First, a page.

Friday, April 27, 2007
Guess the Plot
A Faerie Dream
1. Having mint-green sparkly wings, curly pink hair, and a snub nose just isn't doing it for little Maybelle. Can she convince her godmother to make her dearest dream come true--to look just like Elvira, Mistress of the Dark?
2. Last night, I dreamed we were all on a boat, crossing the river -- you, me, Joe, my car. . . wait, a faerie dream? Sorry, can't help you.
3. After 100 years, Aileen escapes the land of Faerie and realizes her dream to live as a mortal on the Orkney Islands. Also, intolerant Christians.
4. Being promoted to faerie 1st class, Brock makes a few demands: a bigger garden to live in, a spare set of wings, and a year's supply of Pixy Stix. Hey, a faerie can dream, can’t he?
5. Jack, a faerie, dreams of becoming a man. Daniel, a man, dreams of becoming a faerie. A wizard agrees to switch them, but there's a catch. Jack and Daniel now must duel to the death.
6. Enter the mortal world, steal the baby, replace it with a changeling, collect the crown. Simple. Ysevre Bloodfeather's success will ensure his marriage to the Princess, and his dream of ruling Faerie. But when he realizes the baby he's stolen is in fact another cunning changeling, Ysevre is plunged into a Faerie nightmare. Also, an enchanted iron mine.
Lhiannan has discovered a dark secret: if mortals can't see her, she might stop existing. When a group of human children fail to spot her napping in the bracken, she realises the whole Sithein is at risk. [If she's asleep, how does she know they didn't spot her?] [Here's a picture of bracken. Do you really expect people to spot a fairy napping in that? I doubt I'd notice a rhinoceros napping in it.] Understanding why her Queen wants to flee still doesn't change her mind; [That clause would make more sense if you'd already established that the Queen wants to flee, and whatever it is Lhiannan doesn't change her mind about.] Lhiannan would rather fade away than forsake the Highlands. [If they leave the highlands, will mortals suddenly be able to see them?] Why won't Lhiannan leave and what does she have in common with a renegade scout and an evil island prince? Unravel the past to find out the future - or lack of it. [This sounds like back-of-the-book copy. Tell us why she won't leave, so we understand her conflict.]
Life in a small Scottish village can be confining for a young girl but Aileen soon learns that going away with the faeries is even worse. She's the only human within living memory to join them of her own free will but it takes her one hundred years to escape the Sithein - with a firm resolution to stick to the mortal realm. [If she's been gone 100 years, whose "living memory" are we talking about?] However, when she moves to the Orkney islands, it becomes clear she can't simply pretend that faeries don't exist. Aileen discovers the evil side of the "Good Folk" and learns the value of iron. But when a newborn is abandoned in the wild, she can't resist getting involved, especially as she suspects the dying fae is of royal heritage. Can she convince the prince to save his daughter? And if he does, will it mean the end of an already fading race? [We need a better connection between the last few sentences. They seem almost random. Who's this prince? Is the dying fae the newborn? What's she dying of? Is the prince mortal or fae? Why would saving his daughter mean the end of a race?]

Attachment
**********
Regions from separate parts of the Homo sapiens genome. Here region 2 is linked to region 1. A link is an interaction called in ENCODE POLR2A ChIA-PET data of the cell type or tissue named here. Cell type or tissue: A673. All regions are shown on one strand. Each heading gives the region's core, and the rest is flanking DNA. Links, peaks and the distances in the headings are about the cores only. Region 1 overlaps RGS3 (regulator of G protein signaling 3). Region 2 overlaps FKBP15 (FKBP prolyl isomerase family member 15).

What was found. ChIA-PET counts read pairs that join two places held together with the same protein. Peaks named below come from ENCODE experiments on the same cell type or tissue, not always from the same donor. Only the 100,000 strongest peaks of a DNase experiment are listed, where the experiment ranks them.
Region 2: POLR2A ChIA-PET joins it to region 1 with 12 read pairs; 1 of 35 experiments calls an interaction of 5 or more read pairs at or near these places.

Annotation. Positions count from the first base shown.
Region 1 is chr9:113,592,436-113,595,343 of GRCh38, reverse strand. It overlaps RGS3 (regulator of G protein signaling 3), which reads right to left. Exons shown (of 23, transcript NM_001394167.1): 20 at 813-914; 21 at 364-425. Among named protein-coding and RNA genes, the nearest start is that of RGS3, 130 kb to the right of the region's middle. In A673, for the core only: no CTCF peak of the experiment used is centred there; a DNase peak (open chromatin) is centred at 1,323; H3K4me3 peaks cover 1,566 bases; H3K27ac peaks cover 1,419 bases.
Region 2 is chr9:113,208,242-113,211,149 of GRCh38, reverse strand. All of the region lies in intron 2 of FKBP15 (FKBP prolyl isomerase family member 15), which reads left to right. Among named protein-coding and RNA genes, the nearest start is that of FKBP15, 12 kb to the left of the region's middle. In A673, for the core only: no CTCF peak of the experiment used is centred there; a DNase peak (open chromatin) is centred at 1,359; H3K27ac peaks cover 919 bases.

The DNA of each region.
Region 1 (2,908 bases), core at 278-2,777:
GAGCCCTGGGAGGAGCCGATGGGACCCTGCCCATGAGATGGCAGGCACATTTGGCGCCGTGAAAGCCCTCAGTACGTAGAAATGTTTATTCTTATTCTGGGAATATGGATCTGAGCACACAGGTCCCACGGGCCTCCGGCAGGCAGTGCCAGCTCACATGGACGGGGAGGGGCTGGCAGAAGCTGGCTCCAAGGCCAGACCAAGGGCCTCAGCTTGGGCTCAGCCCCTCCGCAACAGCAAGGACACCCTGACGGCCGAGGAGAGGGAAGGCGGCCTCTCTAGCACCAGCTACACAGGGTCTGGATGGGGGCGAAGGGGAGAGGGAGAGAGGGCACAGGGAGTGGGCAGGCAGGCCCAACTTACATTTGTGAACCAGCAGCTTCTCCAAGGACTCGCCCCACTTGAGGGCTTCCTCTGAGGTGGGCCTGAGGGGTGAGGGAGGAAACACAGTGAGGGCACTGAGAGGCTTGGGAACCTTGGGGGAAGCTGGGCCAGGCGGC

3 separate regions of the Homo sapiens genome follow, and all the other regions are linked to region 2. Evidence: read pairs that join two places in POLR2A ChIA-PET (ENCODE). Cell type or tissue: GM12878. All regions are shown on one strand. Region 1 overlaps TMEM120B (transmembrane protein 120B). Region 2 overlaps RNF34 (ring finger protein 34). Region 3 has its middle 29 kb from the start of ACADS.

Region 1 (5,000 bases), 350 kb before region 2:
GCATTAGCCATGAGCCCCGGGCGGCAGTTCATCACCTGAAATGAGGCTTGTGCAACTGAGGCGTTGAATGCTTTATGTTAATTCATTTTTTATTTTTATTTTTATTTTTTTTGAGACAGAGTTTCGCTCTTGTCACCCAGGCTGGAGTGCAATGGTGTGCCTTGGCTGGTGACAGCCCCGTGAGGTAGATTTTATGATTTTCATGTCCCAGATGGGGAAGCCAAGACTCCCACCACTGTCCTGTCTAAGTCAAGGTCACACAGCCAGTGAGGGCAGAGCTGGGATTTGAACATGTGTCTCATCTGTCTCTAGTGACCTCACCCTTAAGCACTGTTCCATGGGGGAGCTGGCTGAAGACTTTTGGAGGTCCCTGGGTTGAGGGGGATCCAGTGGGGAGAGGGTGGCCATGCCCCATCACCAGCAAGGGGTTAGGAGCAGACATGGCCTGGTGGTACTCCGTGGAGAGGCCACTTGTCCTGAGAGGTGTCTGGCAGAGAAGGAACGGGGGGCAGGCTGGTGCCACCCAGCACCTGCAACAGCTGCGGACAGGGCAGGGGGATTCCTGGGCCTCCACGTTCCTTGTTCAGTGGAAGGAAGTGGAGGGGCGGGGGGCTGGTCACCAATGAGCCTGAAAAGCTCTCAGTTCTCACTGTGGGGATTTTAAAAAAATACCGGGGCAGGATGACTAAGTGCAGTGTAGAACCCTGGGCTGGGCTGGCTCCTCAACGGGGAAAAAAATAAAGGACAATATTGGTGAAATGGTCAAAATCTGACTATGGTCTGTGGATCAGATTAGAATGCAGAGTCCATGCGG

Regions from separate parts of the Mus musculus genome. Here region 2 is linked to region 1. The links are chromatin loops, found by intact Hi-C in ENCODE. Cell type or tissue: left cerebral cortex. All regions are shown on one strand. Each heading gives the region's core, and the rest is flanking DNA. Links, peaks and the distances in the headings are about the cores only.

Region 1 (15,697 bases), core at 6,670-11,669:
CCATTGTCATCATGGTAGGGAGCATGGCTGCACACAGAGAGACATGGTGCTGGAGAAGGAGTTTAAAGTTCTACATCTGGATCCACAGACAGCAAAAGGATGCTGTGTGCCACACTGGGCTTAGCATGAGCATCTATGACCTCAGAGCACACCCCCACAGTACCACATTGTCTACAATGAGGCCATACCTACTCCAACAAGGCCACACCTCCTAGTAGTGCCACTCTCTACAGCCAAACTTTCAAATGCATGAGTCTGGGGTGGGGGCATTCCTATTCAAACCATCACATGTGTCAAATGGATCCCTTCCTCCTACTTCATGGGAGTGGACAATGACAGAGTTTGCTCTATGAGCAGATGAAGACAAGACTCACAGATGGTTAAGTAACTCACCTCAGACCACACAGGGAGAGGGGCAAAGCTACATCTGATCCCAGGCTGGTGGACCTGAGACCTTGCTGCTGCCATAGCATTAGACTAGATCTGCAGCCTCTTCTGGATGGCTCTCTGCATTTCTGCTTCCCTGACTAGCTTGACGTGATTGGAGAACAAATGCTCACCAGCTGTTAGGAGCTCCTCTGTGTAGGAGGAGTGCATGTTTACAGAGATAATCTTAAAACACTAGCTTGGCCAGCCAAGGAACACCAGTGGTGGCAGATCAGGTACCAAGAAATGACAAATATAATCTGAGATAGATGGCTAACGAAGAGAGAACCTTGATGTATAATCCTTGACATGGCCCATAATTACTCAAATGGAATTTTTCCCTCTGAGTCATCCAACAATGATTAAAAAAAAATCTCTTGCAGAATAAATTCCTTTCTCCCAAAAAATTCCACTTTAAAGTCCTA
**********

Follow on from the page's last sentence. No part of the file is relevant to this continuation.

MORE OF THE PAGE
A Faerie Dream is a historical fantasy set in the Scottish Highlands in the 17th and 18th century. The converging stories of different lives chronicles the legend of the fae leaving Scotland to escape the increasing intolerance of the Christian church.
What's the connection between Aileen and Lhiannan? The book won't feel unified without that information. This reads like queries for the first two books in a series (same setting, different main characters) complete with intriguing questions at the end of each query.
It also feels like a list of the highlights of the book. It might be more compelling if you concentrated on the main problem of each main character (or just one of them), and how their stories converge.
Perhaps I'm alone in this, but I found mention of intolerance of the Christian church a bit jarring. Presumably it's why the Queen wants to leave, but it feels like a heavier issue than I expect to deal with when I pick up a book called A Faerie Dream. It's like reading a Harry Potter book in which Muslim suicide bombers destroy Hogwarts. Just because it's in the book doesn't mean it has to be in the query.
Similarly, while I'm sure learning the value of iron is a crucial plot point, it sounds trivial unless you elaborate on it. I'd leave it out.